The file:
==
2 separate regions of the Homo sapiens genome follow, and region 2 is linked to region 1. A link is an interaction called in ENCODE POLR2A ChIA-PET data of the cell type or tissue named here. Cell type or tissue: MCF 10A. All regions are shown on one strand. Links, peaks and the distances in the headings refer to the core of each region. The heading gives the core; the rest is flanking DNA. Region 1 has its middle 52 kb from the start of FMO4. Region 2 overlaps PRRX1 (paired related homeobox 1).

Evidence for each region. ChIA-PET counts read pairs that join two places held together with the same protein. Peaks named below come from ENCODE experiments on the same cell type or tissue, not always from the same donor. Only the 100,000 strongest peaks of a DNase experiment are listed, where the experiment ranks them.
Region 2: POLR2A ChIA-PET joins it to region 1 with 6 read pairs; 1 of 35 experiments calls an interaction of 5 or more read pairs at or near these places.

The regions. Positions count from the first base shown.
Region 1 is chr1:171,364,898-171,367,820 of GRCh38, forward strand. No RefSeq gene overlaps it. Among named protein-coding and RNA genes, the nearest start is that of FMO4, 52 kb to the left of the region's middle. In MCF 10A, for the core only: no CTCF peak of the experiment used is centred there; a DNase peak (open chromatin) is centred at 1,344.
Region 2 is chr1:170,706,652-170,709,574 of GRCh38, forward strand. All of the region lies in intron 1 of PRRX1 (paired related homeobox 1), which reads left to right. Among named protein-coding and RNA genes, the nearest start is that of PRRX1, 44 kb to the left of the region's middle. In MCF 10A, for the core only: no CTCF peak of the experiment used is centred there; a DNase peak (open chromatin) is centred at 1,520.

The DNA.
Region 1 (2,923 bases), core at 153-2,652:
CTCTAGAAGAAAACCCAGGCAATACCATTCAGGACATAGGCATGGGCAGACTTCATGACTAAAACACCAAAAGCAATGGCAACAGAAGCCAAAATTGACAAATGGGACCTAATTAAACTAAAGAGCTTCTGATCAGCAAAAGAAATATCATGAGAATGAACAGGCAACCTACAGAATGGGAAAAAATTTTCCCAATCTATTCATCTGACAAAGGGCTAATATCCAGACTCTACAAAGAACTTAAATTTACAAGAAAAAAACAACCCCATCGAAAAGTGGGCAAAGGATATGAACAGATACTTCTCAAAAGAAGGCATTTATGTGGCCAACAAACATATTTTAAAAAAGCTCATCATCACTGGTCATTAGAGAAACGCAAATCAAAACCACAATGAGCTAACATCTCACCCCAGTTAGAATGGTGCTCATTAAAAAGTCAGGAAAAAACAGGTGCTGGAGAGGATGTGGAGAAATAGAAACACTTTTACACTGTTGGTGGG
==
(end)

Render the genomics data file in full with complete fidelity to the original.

2 separate regions of the Homo sapiens genome follow, and region 2 is linked to region 1. A link is an interaction called in ENCODE POLR2A ChIA-PET data of the cell type or tissue named here. Cell type or tissue: MCF 10A. All regions are shown on one strand. Links, peaks and the distances in the headings refer to the core of each region. The heading gives the core; the rest is flanking DNA. Region 1 has its middle 52 kb from the start of FMO4. Region 2 overlaps PRRX1 (paired related homeobox 1).

Evidence for each region. ChIA-PET counts read pairs that join two places held together with the same protein. Peaks named below come from ENCODE experiments on the same cell type or tissue, not always from the same donor. Only the 100,000 strongest peaks of a DNase experiment are listed, where the experiment ranks them.
Region 2: POLR2A ChIA-PET joins it to region 1 with 6 read pairs; 1 of 35 experiments calls an interaction of 5 or more read pairs at or near these places.

The regions. Positions count from the first base shown.
Region 1 is chr1:171,364,898-171,367,820 of GRCh38, forward strand. No RefSeq gene overlaps it. Among named protein-coding and RNA genes, the nearest start is that of FMO4, 52 kb to the left of the region's middle. In MCF 10A, for the core only: no CTCF peak of the experiment used is centred there; a DNase peak (open chromatin) is centred at 1,344.
Region 2 is chr1:170,706,652-170,709,574 of GRCh38, forward strand. All of the region lies in intron 1 of PRRX1 (paired related homeobox 1), which reads left to right. Among named protein-coding and RNA genes, the nearest start is that of PRRX1, 44 kb to the left of the region's middle. In MCF 10A, for the core only: no CTCF peak of the experiment used is centred there; a DNase peak (open chromatin) is centred at 1,520.

The DNA.
Region 1 (2,923 bases), core at 153-2,652:
CTCTAGAAGAAAACCCAGGCAATACCATTCAGGACATAGGCATGGGCAGACTTCATGACTAAAACACCAAAAGCAATGGCAACAGAAGCCAAAATTGACAAATGGGACCTAATTAAACTAAAGAGCTTCTGATCAGCAAAAGAAATATCATGAGAATGAACAGGCAACCTACAGAATGGGAAAAAATTTTCCCAATCTATTCATCTGACAAAGGGCTAATATCCAGACTCTACAAAGAACTTAAATTTACAAGAAAAAAACAACCCCATCGAAAAGTGGGCAAAGGATATGAACAGATACTTCTCAAAAGAAGGCATTTATGTGGCCAACAAACATATTTTAAAAAAGCTCATCATCACTGGTCATTAGAGAAACGCAAATCAAAACCACAATGAGCTAACATCTCACCCCAGTTAGAATGGTGCTCATTAAAAAGTCAGGAAAAAACAGGTGCTGGAGAGGATGTGGAGAAATAGAAACACTTTTACACTGTTGGTGGG